Wes (Ryan Kwanten) is currently dealing with a tragic separation. As he travels to an unknown destination by car, we learn he’s not coping well. After experiencing a strange vision that almost causes him and his car to go off-road, Wes decides to take a break at a nearby rest stop. At the rest stop, Wes tries to call his ex-partner and leaves various voice mail messages. However, this only frustrates Wes further, leading to him throwing his phone and breaking it before beginning a bonfire to burn any memorabilia of their relationship while drinking heavily.
The next morning, Wes wakes up and sees the aftermath of his private party. Urgently needing to use the bathroom, he discovers he’s not alone, and the toilet next to him is occupied by another. The stranger next to him (voiced by J.K Simmons) begins a conversation with Wes, quickly making him uncomfortable. Adding to this, Wes finds that he is now trapped in the dirty and disgusting restroom. Of course, there is also a lot more to the mysterious stranger in the cubicle next door than he could ever expect.
Glorious is best described as a horror film with aspects that most certainly feel Lovecraftian. There’s a mysterious yet haunting atmosphere on show here. For the majority of the runtime, there is only one setting and location, and the film features a small group of actors.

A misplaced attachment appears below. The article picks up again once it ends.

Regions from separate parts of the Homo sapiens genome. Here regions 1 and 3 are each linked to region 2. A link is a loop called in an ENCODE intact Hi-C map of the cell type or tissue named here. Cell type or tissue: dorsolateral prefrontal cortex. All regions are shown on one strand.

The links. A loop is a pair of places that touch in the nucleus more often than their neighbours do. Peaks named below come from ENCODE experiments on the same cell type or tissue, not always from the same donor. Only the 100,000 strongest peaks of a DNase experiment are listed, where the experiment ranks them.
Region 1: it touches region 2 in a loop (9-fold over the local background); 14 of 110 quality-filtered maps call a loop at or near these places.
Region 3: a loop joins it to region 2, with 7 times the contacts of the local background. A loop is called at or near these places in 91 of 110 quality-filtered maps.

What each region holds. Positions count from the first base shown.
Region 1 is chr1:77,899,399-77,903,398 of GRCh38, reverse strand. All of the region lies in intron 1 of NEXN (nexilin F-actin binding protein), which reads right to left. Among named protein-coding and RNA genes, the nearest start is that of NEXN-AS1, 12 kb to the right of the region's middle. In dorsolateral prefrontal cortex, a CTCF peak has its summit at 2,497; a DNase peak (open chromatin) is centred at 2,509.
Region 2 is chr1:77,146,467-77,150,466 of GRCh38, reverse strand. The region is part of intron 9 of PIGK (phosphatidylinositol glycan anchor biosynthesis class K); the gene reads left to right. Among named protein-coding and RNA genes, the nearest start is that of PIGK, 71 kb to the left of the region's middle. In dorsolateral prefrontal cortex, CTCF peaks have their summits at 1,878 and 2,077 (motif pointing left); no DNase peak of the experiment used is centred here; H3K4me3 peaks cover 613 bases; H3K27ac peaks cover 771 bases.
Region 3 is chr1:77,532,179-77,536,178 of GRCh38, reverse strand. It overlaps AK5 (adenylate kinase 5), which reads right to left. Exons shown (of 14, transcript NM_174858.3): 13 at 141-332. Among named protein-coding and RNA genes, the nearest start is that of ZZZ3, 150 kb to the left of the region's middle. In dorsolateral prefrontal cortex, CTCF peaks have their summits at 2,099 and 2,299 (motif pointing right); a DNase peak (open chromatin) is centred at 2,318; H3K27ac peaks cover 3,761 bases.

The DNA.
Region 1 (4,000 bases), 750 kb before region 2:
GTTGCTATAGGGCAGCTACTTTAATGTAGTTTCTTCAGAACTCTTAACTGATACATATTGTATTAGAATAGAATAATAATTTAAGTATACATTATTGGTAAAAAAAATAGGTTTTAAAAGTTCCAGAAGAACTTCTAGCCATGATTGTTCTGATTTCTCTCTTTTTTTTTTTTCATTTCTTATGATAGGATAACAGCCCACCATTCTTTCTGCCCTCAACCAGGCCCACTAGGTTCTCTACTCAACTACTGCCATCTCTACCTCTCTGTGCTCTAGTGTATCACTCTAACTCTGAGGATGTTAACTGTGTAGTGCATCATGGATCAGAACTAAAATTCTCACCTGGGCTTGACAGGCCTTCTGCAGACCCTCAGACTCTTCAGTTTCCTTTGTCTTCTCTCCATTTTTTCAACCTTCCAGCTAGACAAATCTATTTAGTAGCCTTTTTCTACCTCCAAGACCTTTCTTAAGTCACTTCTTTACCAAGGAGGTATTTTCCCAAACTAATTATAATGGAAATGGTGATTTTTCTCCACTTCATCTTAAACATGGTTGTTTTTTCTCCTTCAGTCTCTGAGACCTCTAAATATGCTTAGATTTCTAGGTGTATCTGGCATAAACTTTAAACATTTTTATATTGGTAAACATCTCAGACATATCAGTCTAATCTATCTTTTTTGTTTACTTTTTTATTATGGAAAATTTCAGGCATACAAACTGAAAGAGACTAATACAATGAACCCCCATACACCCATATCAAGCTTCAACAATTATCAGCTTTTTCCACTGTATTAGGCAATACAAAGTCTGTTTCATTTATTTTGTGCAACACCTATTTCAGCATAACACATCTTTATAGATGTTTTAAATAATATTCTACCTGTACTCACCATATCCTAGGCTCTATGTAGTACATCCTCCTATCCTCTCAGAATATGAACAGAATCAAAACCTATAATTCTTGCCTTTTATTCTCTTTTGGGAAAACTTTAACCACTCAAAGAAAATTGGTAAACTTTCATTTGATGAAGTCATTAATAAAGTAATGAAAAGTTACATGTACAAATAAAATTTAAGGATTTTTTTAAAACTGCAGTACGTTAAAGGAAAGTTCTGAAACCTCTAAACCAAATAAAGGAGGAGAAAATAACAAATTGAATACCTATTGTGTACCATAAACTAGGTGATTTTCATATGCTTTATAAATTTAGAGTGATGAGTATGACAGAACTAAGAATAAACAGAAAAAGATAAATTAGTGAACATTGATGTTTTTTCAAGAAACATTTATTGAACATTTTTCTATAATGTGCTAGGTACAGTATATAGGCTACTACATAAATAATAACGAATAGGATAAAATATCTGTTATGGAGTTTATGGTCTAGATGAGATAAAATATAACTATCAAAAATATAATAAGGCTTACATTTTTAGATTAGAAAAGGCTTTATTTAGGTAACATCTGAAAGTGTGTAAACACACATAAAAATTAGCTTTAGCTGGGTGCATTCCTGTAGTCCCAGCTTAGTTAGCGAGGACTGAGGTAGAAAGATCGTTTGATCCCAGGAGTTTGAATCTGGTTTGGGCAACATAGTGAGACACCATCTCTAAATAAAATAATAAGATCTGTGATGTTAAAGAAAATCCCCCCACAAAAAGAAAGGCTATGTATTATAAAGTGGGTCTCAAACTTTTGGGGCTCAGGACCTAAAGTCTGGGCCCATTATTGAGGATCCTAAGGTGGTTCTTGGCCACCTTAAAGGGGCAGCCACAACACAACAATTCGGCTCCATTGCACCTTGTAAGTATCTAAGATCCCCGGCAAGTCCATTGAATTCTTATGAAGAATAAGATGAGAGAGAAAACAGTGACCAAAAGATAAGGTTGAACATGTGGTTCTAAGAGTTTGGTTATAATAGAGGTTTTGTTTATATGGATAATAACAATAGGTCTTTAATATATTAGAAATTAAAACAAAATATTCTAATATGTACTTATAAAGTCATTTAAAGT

The plot succeeds in creating a fun mystery, especially when it comes to the stranger hiding in a bathroom stall. Plus, viewers will question Wes’s entire purpose and reason for being trapped in such a gross environment and will be curious if he will survive the journey. I found myself rather invested, and in the end, I couldn’t help but want a little more from its story. I was surprised at the various reveals, but some more clarity in certain key areas of the plot would have been enjoyed. That being said, I still found the reveals unpredictable, surprising and unexpected, which was a welcoming feeling upon my first viewing.
Visually, this film is quite strong, and I admired the high level of creativity. Those who enjoy a gross and bloody environment will enjoy everything on display. There’s a fun use of blood and colours, such as bright pink and purple, which also sets the tone wonderfully at various points (again, very Lovecraftian all the way). The performance from Ryan Kwanten is great, and his character goes through various emotions, even delivering a few chuckles with his comedic timing. It should be no surprise that having J.K Simmons voice the mysterious person in the stall next door to Wes is pure finesse. J.K. Simmons fits perfectly, managing to be both mysterious and highly disturbing and threatening.
Overall, movie lovers who enjoy films with Lovecraftian vibes will enjoy this film’s concept, premise, and the disturbing horrors on display. It’s a fun idea set in one location for most of its runtime and impressively is carried by only a small cast. The story is fun and engaging and consists of a few reveals, which were pleasing and unexpected upon my first watch. The actor Ryan Kwanten delivers a wild and fun performance, and the voice work of J.K Simmons is tremendous and haunting here. Visually, I love the level of creativity and use of colour and effects, but in the end, while I enjoyed the ride, I couldn’t help but want more clarity on certain areas of its story.